READ MORE: 10 Things Not To Buy on Black Friday

  • Meal kits are a tough business: Blue Apron Holdings Inc. (APRN) shares have fallen nearly 70% since the company's June IPO. Grocery is also a tough business, particularly since Amazon paid $13.7 billion for Whole Foods. So Cerberus-backed Albertsons Cos. Inc. and DineInFresh Inc., the maker of meal kit company Plated, decided to join forces on Sept. 20, with Albertsons paying a reported $200 million as Amazon also plans to enter the meal kit space. Albertsons plans to turn Plated into "the first omnichannel meal kit offering with national scale," selling the product in stores, online and through other, as yet undisclosed channels. Albertsons is gearing up for a rapid shift to online grocery over the next decade. Accenture predicts e-commerce sales will make up 40% of retail sales, up from 10% today, with grocery penetration rising from 3% to the low teens. Bernstein analyst Ali Dibadj thinks more grocers will be forced to consolidate, estimating the Amazon-Whole Foods tie-up alone could reduce grocery profits 20% to 30%.

  • Another retail category that's digitally under-penetrated is furniture retail, and Ikea parent Ingka Holding BV hopes to change that with an unorthodox transition. Ikea announced Sept. 28 that it would acquire gig economy startup TaskRabbit Inc., with which Ikea had previously partnered to assemble its furniture, for undisclosed terms. KeyBanc Capital Markets Inc. analyst Bradley Thomas estimates that in the United States, Ikea is the third-largest furniture retailer and the tenth-largest home furnishings retailer, but has "underperformed in e-commerce in recent years." With the TaskRabbit acquisition, the company "adds digital customer service capabilities...that more and more furniture, home furnishings, and e-commerce retailers are offering." Ikea CEO Jesper Brodin added that the deal is "an exciting leap in this transformation and allows us to move forward with an even greater focus on innovation and development to meet changing customer needs."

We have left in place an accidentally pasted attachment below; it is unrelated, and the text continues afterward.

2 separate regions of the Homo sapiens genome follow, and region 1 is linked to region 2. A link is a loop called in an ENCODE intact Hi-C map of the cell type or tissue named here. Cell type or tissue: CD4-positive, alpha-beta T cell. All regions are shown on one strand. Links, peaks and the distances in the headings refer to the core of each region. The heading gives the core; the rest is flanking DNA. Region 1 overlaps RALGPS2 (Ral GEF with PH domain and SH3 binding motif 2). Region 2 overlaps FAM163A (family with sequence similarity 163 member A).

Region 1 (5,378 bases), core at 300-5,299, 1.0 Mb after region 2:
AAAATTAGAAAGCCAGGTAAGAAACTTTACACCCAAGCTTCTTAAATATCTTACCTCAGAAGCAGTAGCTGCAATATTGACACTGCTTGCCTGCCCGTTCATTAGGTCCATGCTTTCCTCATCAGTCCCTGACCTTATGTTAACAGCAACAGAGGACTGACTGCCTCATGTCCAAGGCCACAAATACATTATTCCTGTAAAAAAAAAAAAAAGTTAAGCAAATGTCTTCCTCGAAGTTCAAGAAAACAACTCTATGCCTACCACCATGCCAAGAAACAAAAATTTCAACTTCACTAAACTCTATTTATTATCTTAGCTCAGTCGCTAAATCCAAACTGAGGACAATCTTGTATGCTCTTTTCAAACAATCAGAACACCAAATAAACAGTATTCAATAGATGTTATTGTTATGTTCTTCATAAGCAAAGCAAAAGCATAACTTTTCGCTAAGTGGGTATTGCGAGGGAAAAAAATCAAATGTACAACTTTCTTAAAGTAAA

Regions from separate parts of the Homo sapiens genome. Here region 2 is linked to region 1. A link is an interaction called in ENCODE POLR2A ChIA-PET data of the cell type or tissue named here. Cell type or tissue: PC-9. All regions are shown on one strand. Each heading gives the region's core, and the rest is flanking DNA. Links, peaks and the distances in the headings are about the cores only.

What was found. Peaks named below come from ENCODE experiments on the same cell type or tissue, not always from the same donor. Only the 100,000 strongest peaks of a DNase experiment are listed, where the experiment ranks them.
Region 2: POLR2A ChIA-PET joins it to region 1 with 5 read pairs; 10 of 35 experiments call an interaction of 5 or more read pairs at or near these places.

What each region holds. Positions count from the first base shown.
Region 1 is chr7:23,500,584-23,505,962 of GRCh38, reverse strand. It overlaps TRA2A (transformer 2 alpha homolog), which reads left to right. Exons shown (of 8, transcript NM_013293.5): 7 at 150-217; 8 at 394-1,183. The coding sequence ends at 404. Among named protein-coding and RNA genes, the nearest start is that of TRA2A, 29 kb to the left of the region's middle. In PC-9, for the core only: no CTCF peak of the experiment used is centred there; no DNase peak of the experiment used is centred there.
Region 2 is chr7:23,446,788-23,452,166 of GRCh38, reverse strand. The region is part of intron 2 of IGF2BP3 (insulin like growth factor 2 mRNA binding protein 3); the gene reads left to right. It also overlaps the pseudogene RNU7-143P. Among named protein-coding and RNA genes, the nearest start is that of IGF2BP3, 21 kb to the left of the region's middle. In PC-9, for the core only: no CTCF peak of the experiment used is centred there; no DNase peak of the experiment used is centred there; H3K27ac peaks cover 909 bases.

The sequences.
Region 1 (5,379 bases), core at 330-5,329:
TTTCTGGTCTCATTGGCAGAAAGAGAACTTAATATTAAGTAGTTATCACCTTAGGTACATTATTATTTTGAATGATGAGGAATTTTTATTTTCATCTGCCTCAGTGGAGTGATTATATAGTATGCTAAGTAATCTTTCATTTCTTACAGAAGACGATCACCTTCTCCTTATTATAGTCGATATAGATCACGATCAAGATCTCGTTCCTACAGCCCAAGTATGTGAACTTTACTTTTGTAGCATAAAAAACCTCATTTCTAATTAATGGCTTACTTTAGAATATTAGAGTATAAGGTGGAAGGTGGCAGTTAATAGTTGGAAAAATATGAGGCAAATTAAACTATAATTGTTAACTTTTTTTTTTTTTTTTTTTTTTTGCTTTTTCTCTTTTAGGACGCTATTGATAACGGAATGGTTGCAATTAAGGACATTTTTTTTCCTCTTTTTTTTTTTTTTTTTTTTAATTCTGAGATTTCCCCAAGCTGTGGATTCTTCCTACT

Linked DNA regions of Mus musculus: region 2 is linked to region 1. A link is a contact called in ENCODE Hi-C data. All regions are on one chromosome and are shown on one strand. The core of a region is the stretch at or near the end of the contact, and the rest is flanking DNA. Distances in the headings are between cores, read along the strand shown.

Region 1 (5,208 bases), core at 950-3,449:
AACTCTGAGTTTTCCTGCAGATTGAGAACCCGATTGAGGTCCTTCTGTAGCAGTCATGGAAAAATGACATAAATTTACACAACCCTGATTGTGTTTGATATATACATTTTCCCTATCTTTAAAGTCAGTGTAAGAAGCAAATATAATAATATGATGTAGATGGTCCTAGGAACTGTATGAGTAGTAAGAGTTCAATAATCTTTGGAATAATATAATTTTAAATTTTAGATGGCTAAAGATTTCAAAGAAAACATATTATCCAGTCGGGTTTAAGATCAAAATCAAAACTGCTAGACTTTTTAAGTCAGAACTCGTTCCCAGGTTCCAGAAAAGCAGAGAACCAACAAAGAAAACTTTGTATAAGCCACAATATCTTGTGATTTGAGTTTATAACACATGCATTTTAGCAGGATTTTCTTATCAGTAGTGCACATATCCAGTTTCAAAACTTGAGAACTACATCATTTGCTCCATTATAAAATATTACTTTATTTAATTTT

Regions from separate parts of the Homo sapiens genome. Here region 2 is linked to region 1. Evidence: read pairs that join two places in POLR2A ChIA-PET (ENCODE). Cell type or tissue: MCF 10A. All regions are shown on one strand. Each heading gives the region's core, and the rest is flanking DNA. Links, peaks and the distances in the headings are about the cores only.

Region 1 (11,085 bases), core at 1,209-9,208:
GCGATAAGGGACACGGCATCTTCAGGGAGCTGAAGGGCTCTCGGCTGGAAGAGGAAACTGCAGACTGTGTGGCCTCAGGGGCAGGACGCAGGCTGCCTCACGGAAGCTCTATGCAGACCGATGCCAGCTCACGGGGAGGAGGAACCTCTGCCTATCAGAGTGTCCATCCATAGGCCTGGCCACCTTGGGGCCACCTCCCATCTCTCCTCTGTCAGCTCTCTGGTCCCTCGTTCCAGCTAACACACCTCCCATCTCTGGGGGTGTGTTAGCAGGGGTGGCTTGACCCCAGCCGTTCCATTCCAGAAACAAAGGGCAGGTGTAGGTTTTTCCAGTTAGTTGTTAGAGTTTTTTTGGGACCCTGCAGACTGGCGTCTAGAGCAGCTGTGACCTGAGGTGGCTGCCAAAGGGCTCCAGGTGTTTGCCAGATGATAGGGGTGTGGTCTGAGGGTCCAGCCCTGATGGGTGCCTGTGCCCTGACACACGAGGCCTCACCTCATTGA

TheStreet's "Black Friday and Holiday Shopping Survival Guide" series aims to to help you, the consumer and the investor, navigate the holiday season, Black Friday, Cyber Monday and everything in between. Through a number stories, videos, graphics and other multimedia elements TheStreet takes a look at the biggest challenges of the season, the winners and losers from the shifting retail environment and much more. Read More about navigating the holiday season.

Holiday Survival Guide - TheStreet Special Report